Heavier items should be kept near the bottom of the middle, but as close to your back as possible. This will improve your stability while on foot because the center gravity of the bag is lower and closer to your back.
Another thing to consider is if you get injured or become to weak to handle the weight of the bag, what items are essential for survival, and which items can be dumped for lightening?
Consider packing essential items separately from non-essential items in the case.
Also what would happen if you get separated from your bug out bag in a raging rapids, lost down a crevasse, or stolen? With this, consider keeping small yet essential items on your person, such as a knife, fire starter, paracord, and water container.
Example Load Out Configuration
Everyone’s set up will be different depending on their needs and environment. There is not one right way to do it, just more optimal. Here’s a rough example of what the packing order of one might look like based on the general above logic.
1. Sleeping bag goes in the very bottom of the bag. The Military 4 piece sleep system can provide you with the flexibility to sleep in any temperature, down to -30°F. The bivy sack covering is waterproof and can be used instead of a tent for shelter. Make sure to get the genuine military surplus!
2. Tent goes next, on top of the sleeping bag. If you don’t carry a full tent or if you use a military poncho, for shelter and/or rain gear, you can skip the tent. Your military poncho shouldn’t go in this position as it will always rain when you bug out (really, why wouldn’t it), so you’ll want it towards the top.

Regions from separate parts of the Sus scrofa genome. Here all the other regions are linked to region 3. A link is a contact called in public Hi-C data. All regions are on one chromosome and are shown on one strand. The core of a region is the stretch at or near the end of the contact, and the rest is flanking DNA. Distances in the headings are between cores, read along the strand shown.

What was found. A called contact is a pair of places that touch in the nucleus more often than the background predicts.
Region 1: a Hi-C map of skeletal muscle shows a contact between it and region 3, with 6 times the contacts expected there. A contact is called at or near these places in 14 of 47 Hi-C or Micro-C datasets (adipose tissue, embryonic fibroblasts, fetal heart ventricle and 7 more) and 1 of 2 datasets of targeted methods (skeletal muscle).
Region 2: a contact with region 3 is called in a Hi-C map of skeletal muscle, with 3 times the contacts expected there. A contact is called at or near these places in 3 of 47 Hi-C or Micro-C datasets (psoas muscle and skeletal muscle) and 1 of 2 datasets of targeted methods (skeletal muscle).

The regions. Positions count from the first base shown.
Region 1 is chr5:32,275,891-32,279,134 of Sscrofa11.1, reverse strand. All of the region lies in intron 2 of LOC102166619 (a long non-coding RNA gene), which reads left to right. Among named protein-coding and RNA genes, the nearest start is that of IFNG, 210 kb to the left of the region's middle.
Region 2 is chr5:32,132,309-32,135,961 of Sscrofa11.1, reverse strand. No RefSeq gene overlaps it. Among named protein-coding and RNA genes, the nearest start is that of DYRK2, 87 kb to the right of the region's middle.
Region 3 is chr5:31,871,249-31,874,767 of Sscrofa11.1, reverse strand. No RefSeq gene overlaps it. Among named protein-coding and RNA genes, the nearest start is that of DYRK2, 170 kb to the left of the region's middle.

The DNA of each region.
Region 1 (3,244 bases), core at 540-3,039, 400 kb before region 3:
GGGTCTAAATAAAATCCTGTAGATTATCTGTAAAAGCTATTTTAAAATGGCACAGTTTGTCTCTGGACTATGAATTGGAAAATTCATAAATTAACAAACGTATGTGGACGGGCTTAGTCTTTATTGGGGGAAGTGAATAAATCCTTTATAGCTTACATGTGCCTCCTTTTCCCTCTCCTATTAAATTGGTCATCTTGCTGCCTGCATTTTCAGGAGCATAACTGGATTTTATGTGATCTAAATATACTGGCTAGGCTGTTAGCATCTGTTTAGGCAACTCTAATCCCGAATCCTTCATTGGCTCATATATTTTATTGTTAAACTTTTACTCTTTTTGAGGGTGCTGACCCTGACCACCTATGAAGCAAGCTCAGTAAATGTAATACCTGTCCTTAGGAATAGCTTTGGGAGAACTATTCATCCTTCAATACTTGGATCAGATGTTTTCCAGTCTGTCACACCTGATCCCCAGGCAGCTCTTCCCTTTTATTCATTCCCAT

3. Food and Cooking gear is the next item that goes in the bag (on top of tent or sleeping bag, if you are tent-less). Keep your food in a separate dry sack, apart from your cooking gear (and fire starting).
5. Cordage, tent stakes, maps, compass, headlamps, flashlights, additional fire making tools in another dry sack.
8. Tent poles and really big maps can be inserted down the side of the gear inside the pack. Foam sleeping pad can be secured outside the pack since they are typically waterproof material.
Testing & Refining Your Bag Set Up
The good news is you don’t have to perfect your bug out bag organization all at once. This will help you spread out the upfront cost (if you’re on a budget), it will be less overwhelming, and will allow for more careful testing and improving.
Most preppers typically refine and improve the ins and outs of their bug out bag over time with testing to find what works best for them. The testing process involves packing, repacking, trial fitting for comfort, and using it on the trails for a few miles.
Take diligent notes about anything that bothers you about the set up so you can remember to find a remedy when you get back home or to camp.
It essential to keep your Bug Out Bag Organized! If you keep items sorted into quickly identifiable kits and sorted into dry sacks, you can quickly find the items you need, when you need them, keep items dry and will allow you to load and unload your gear fast.
You can watch this video to get an idea about how to pack your survival gear. Keep in mind, your bag is likely going to be a little different and may have fewer or possibly more pockets or MOLLE straps.
This strapping system is designed to be very strong and to make is easy for you to personalize your own kit.
Craig Caudill organizes his gear bag with supplies from Dan’s Depot. He is also the chief instructor at his Nature Reliance School.